“Ta Ra, Fergie” (Leadership from Sir Alex Ferguson, Part 3)

On 6 November 2011 Manchester United FC rebadged the northern stand of Old Trafford to be the Sir Alex Ferguson Stand. It is yet another sign of the influence the Glaswegian has wielded in his 25 years at the club.

The first article of this series considered Ferguson’s character, and specifically his sense of loyalty, as the foundation on which his success is built. The second focused on his ability to motivate and inspire his players and staff. This article address the “logos” – the words and reasoning of the man, and the outcomes he has achieved.

Ferguson arrived in Manchester in 1986 with the simple intention to “… knock Liverpool off its … perch.” It was perhaps a metaphoric target, an aspirational rather than literal goal: Liverpool was the dominant club in English and European football, and their record 16 league titles stood in stark contrast to the seven Manchester United had won (the last of which was 19 years previously). The club was United in name only; it had lost its self-belief and confidence, and Ferguson’s goal was to restore United’s pride and winning ways.

Under his guidance Manchester United has become a global sporting brand, and the benchmark against which the English game is measured. His United teams have won as many trophies (36) as the highly esteemed Bob Paisley (18), Bill Shankly (8) and Brian Clough (10) combined won over the course of their entire managerial careers.

Despite being written off time and again, Manchester United have dominated English football for the past decade and a half, and it is fitting that in May 2011, Ferguson’s 25th season in charge, his team finally did knock Liverpool off the perch as holder of the most English league titles.

“Ta Ra, Fergie”

As noted in the first article of this series, Ferguson’s story could have been so different had United’s Board succumbed to the pressure of both fans and media in 1989. United was struggling in mid-table, while Liverpool was well on track for an 18th league title. Following yet another home defeat that December (1-2 against Crystal Palace), long-time supporter Pete Molyneux unfurled the now-infamous banner demanding Ferguson’s resignation: “3 YEARS OF EXCUSES AND IT’S STILL CRAP… TA RA FERGIE.”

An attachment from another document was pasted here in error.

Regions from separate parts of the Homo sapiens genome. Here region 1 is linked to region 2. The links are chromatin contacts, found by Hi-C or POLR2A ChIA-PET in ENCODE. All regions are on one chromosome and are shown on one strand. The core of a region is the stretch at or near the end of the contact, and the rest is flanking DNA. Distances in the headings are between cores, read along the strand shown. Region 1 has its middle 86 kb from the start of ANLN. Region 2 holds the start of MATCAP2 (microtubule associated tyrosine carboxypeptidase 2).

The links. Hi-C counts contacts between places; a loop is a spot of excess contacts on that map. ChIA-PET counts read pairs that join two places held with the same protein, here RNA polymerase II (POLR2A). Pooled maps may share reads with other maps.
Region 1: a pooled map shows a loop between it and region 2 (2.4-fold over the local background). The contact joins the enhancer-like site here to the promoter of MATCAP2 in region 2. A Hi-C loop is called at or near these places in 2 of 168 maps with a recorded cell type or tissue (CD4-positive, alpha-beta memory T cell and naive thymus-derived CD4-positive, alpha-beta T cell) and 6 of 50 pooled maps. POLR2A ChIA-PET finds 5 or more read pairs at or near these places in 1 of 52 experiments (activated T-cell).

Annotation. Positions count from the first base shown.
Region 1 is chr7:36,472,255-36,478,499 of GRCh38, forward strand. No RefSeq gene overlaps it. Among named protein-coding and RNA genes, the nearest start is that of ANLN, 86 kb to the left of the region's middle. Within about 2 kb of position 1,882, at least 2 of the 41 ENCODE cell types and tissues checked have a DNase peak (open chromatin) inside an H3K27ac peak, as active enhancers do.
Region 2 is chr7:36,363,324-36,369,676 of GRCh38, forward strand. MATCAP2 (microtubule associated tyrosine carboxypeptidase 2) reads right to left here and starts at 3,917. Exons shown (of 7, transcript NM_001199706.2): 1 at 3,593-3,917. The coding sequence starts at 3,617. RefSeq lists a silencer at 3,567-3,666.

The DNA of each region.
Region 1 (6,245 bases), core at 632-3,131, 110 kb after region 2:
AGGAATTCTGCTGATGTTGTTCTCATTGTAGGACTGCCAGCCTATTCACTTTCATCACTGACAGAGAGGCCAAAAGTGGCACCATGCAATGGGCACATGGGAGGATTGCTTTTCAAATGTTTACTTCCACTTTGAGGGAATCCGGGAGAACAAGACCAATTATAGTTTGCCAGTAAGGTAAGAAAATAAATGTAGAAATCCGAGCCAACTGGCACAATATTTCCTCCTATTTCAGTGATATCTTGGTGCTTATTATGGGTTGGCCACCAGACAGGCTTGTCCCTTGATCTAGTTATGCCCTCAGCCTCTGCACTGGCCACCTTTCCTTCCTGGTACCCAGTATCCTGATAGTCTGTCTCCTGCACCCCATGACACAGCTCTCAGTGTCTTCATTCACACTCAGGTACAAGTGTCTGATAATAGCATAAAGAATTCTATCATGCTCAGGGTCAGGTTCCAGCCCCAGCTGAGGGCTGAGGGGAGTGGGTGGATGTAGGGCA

Ferguson later admitted the spontaneous applause and brutal cheering with which the 33,514 spectators greeted the banner made it the darkest day of his Manchester career.

Sitting in his customary seat to watch Manchester United honour Ferguson’s 25 years, Pete Molyneux (57) grinned ruefully: “I’m just glad he stuck around because what he has delivered since then is more than we could ever have dreamed of. He’s taken us from that nadir to a point where I now think he should be canonised.”

Hurtful as the day had been, Ferguson was not prepared to throw in the towel. He was adamant that he had a job to do, and emphatically reminded the Board that his considerable successes at both St Mirren and Aberdeen had been preceded by years of rebuilding efforts. Great buildings require solid foundations, which are unseen and take time to lay. What fans saw was the building chaos, the run of poor results and the decision to sell favourites like Paul McGrath and Norman Whiteside in the summer of 1989. What they did not see were the changes in morale and discipline within the squad, the new training and eating regime, and the launch of a new youth policy, all of which would bear such fruit in years to come.

Ferguson’s reasoning bought him at least another month of grace. And then the successful run in the 1989-90 FA Cup set their doubts aside; victory provided the Board and fans with the evidence they needed that the club was on the right track.

Dealing with the Board

It was not the only time Ferguson had to fight the Board and club owners, the media and even fans over unpopular decisions, policy, players and finances. The sale of Paul Ince, David Beckham and others, the occasional season without a trophy, and his growing interest in racehorses have contributed to stoushes, particularly in the years since the Glazer family took ownership of the club.